Most cats scratch occasionally but once you start noticing that occasional scratch, you’ll know that it has become something uncomfortable for your cat. Cats tend to be extremely fastidious in nature and they are always self-grooming but at the same time there are also skin problems present among them. If you find your cat scratching herself too very often, you should immediately take her to a vet so that any skin issue can be diagnosed as early as possible.
Skin Inflammation in Cats – Symptoms, Causes, Diagnosis
More-than-normal scratching, a frantic cat and hair loss are the three most common signs of cat skin issues which need to be addressed. Although it is true that cat skin issues are not an emergency but when you love your cat, you’ll try to make sure that she doesn’t have to spend her daily life in discomfort. Hence, it is better to get her treated before things turn serious.
As compared to dogs, cats don’t have to take care of their skin and coat too much. In fact, dermatologic treatments among cats are less common than in dogs. When you perform weekly brushing, this will keep you acquainted with any kind of skin issues as they arise. You will be more likely to spot anything abnormal in your cat’s skin if you have the habit of brushing his coat once in a week.
Identifying skin disorders among cats
If you’re a cat parent, how are you supposed to identify skin issues? Check out the few key signs to watch out for.
- Hair loss is one of the most common signs of cat skin issues. Did you recently come across bald patches on the coat of your cat? If your feline friend shedding hair more than normal?
- If you find her grooming excessively, this can also be a potential sign that skin issues are present. In case the grooming seems to be less relaxed and frenetic, this will imply that your cat is pruritic (itchy) and that she is feeling a constant discomfort.
- During brushing your cat, do you notice any scaly, red, scabby, patchy areas? If answered yes, book an appointment with your vet.
- Ticks and fleas are very common parasites that are found on the cat’s skin.
- Does your feline friend shake her head excessively? This too could indicate that she is having skin disorders or some problem in hearing.
Skin conditions among cats – The common types
Listed below are some of the most common types of skin issues that you need to be aware of:
- External parasites like fleas and ticks can lead to skin allergies and itchy skin. The cat then bites and scratches which leads to further infections.
- Ticks get attached to the skin of your cat causing the area to become raised and can even lead to localized swelling.
- Ear mites, mites can lead to itchy ears. This is also commonly seen among kittens and the cat sways her head sideways in order to tell you that she is in discomfort. Cats can have ear infections that need to be treated by the veterinarian.
- Contact allergies are also present in cats and this is extremely similar to how people develop allergies to common things in the environment.
- Cat skin cancer is a life threatening condition. In case you notice altering skin spots, make a vet appointment as soon as possible.
- Cat dermatitis. Cat dermatitis is because of an allergic reaction to food, grooming products and environmental irritants.
Skin inflammation – What is it?
Skin inflammation among cats is commonly referred to as feline atopic dermatitis and this is defined as hypersensitivity to any harmless substance in the environment. This is a skin condition that is seasonal or non-seasonal, as there are common irritants like mold, pollen, dust and external parasites that are there in warmer seasons of the year. Feline skin inflammation affects cats early in their lives and most of them have symptoms when the cat is still a kitten.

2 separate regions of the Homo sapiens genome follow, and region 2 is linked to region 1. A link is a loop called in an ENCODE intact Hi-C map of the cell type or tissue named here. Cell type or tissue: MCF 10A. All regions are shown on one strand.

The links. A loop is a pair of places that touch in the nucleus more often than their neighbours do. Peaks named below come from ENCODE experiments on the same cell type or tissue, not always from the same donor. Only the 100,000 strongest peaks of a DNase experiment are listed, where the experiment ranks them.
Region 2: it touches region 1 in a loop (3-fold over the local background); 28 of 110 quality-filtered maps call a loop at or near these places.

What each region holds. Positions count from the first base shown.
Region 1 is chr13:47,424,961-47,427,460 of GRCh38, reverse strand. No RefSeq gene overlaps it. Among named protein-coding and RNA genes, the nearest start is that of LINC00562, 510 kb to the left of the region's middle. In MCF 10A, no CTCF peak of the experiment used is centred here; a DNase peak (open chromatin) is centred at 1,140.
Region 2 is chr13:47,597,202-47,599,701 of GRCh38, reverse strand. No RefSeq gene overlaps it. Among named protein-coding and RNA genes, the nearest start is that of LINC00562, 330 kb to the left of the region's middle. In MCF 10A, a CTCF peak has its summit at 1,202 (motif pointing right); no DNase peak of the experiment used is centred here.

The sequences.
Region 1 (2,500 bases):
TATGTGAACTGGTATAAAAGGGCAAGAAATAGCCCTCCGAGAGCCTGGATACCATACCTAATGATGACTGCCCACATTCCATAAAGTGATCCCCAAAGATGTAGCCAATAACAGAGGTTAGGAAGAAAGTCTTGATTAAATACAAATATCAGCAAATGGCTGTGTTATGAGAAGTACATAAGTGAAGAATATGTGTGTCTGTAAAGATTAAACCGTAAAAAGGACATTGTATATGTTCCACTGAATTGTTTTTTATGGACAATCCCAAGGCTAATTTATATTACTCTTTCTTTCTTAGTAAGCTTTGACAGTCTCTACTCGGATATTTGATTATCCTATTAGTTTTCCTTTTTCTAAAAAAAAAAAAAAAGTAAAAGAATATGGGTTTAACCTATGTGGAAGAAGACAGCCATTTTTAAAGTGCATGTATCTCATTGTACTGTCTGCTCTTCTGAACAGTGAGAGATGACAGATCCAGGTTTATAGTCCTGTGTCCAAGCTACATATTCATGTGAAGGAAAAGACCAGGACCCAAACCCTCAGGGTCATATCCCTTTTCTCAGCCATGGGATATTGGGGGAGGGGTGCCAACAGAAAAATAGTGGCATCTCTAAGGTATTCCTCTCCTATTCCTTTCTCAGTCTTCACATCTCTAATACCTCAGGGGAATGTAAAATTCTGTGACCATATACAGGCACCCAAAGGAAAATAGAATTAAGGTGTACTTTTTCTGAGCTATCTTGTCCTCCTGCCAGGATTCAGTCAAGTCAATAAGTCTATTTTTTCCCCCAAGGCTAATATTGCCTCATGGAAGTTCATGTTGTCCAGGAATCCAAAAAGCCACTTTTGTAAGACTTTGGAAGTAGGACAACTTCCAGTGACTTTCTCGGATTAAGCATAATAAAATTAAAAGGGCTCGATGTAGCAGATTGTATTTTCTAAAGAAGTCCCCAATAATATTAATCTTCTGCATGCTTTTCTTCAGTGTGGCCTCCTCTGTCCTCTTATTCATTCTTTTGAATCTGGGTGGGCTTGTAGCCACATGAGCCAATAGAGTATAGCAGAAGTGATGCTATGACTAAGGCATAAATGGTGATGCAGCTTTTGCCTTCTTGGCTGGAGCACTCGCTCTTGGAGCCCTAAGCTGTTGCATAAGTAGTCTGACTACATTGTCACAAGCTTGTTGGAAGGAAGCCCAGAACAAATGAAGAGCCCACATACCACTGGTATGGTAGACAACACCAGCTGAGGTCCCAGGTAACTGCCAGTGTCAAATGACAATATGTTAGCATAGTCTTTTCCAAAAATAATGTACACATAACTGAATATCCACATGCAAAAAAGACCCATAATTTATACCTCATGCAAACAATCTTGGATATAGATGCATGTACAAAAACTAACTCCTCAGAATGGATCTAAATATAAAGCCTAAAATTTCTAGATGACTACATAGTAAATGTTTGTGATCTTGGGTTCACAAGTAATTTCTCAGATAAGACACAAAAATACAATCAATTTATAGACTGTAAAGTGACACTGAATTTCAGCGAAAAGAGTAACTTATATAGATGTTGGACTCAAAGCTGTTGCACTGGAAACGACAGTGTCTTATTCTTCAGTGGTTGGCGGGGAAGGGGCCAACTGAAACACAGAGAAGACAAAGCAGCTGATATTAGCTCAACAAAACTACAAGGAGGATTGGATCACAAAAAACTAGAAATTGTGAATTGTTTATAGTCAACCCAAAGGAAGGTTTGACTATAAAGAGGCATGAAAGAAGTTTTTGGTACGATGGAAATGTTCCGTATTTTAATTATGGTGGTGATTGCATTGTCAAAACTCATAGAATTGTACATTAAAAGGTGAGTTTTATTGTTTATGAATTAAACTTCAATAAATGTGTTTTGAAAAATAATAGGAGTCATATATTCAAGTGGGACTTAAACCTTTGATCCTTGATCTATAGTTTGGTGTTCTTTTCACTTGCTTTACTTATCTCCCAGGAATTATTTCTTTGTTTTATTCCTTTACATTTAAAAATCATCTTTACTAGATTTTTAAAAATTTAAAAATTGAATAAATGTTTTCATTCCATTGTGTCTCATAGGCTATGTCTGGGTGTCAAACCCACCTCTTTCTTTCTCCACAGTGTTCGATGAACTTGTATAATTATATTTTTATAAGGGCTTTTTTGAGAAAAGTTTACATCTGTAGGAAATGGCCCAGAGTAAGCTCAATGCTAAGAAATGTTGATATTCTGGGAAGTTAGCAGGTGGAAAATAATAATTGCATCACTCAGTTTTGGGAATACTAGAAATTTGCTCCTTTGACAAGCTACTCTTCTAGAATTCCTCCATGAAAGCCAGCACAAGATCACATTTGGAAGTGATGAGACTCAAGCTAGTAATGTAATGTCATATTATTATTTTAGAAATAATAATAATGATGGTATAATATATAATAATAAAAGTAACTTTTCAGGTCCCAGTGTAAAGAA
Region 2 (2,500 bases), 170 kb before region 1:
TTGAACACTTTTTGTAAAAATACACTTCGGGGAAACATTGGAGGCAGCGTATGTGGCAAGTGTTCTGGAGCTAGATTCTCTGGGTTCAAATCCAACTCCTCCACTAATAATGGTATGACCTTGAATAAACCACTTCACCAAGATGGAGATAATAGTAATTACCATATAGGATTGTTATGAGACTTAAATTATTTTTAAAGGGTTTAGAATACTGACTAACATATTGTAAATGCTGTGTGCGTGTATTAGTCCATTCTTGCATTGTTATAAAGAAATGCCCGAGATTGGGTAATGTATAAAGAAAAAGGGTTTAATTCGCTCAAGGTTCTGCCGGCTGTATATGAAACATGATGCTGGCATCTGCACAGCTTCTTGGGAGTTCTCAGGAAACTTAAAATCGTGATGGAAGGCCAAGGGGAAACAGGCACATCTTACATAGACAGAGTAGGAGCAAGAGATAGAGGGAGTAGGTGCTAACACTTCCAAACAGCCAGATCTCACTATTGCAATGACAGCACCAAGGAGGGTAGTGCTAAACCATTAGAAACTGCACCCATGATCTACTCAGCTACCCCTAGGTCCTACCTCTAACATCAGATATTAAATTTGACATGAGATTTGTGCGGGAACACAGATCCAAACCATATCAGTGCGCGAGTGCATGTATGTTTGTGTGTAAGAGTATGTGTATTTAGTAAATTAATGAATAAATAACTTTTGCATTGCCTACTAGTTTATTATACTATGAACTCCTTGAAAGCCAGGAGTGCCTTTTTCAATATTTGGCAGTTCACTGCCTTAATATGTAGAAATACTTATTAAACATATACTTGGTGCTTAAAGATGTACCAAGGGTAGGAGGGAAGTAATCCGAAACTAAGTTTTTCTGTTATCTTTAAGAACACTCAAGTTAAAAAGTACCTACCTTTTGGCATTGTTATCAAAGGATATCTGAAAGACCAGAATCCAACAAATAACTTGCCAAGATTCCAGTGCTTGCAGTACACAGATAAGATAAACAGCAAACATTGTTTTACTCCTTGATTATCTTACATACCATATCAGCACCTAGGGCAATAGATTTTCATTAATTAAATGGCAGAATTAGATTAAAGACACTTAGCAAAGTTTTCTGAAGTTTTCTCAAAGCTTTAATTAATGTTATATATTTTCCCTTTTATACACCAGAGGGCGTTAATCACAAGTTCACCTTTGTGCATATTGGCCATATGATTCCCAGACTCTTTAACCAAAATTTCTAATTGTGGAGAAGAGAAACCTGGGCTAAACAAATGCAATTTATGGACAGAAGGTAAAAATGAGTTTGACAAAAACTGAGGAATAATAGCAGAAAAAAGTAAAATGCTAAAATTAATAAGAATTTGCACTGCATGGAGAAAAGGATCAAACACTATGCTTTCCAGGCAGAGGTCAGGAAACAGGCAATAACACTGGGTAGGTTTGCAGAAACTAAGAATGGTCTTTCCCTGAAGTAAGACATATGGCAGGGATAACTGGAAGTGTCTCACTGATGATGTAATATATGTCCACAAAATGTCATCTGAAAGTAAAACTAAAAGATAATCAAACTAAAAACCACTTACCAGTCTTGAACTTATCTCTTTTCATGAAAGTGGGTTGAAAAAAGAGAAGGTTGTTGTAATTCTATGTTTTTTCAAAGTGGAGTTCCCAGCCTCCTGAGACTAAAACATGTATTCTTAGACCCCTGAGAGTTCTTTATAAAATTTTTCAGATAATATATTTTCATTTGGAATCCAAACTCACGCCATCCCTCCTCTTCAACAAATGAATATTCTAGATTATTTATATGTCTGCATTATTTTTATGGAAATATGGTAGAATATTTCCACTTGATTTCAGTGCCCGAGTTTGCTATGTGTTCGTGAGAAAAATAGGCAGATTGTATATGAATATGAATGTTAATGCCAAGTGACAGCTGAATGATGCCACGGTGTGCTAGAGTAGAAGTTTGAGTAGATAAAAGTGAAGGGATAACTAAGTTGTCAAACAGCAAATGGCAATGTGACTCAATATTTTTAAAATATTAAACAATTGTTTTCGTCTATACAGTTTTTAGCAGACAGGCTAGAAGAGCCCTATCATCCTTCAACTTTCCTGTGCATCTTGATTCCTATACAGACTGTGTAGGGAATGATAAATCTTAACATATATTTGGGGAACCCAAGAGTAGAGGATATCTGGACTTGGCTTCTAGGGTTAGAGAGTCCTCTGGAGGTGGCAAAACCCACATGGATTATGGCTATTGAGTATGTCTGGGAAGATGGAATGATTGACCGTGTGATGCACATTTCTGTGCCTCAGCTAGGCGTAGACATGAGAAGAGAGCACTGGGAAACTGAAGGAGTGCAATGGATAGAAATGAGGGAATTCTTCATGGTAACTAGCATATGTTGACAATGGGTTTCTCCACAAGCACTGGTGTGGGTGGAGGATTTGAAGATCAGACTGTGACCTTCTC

Symptoms of skin inflammation
The symptoms that are associated with skin inflammation in cats usually worsen with time. The skin inflammation is isolated to one or more locations like the neck, head, ears, abdomen, rump and high legs. The few symptoms of skin inflammation among cats include:
- Scratching and clawing of the skin
- Rubbing of the face against different objects
- Chewing or biting at the skin
- Licking of skin
- Self manipulation that leads to open sores that might or might not get infected
- Hair loss
- Poor hair coat
- Rough appearance
Skin Inflammation in cats – What are the causes?
Mostly, skin inflammation is hereditary in nature and this means that your feline will have a chance of developing skin inflammation if her parents had it. Hypersensitive immune system often leads to inflammation or an allergic reaction to plant pollen, mold spores and dust mites can also lead to this. Then there are ear mites, walking dandruff mites, feline scabies, lice, fleas and insect bites too that can lead to skin inflammation.
Skin Inflammation – How to treat
A cat that has been diagnosed with skin inflammation will have several treatment options including medication, avoidance of allergen and immunotherapy. Avoidance of allergen can be an effective treatment for cats experiencing skin inflammation due to seasonal allergens or household elements. Cigarette smoke, household deodorizers and dust mites can be easily eliminated from the environment in which a cat lives.
In case the allergen can’t be removed, the vet will recommend relieving the symptoms through steroid and antihistamine drugs. These medicines however treat symptoms of skin inflammation and won’t target the underlying cause. A diluted allergen infected within the skin over a certain period of time is a kind of therapy used to boost the immune response of the body.
Therefore, now that you’re aware of the ways in which you can treat skin inflammation, make sure you don’t let your cat suffer. Whenever you find your feline friend scratching her body more than usual, fix an appointment with the vet in order to improve things before they get worse.